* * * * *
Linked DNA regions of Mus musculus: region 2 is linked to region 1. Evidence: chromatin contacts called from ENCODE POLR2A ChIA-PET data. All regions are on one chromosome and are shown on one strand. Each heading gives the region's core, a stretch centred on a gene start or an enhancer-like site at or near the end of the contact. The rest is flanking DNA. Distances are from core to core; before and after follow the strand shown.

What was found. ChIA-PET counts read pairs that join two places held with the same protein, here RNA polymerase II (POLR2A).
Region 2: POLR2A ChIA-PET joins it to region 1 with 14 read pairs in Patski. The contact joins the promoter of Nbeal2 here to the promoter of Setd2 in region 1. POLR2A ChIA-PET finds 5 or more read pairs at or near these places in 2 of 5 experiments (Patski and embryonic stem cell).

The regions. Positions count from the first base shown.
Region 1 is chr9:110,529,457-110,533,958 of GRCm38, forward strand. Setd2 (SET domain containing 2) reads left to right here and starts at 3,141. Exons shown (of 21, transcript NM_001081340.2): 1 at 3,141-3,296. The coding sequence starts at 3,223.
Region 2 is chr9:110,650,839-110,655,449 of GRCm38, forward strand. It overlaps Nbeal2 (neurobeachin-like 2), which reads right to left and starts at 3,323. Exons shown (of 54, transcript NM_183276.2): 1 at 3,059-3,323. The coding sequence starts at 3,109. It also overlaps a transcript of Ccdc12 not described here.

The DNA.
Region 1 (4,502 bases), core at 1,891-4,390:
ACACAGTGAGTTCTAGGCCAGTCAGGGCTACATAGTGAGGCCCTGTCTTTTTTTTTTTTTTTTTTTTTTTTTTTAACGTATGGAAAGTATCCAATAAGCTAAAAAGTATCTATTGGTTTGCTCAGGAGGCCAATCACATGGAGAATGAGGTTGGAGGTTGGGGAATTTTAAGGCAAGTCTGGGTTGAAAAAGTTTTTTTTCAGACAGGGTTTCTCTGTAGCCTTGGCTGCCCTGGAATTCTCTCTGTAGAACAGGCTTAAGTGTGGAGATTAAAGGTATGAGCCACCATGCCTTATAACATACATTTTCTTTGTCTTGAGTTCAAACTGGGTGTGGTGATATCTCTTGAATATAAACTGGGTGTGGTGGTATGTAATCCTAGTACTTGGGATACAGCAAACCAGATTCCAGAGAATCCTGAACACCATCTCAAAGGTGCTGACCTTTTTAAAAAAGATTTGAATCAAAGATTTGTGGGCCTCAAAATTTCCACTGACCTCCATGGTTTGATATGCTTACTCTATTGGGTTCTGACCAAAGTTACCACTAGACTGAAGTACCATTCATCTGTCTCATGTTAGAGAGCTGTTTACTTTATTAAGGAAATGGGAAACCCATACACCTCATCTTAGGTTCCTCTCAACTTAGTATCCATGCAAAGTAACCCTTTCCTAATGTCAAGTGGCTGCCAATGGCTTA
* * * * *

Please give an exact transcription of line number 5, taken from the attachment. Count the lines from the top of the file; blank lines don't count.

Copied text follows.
Region 1 is chr9:110,529,457-110,533,958 of GRCm38, forward strand. Setd2 (SET domain containing 2) reads left to right here and starts at 3,141. Exons shown (of 21, transcript NM_001081340.2): 1 at 3,141-3,296. The coding sequence starts at 3,223.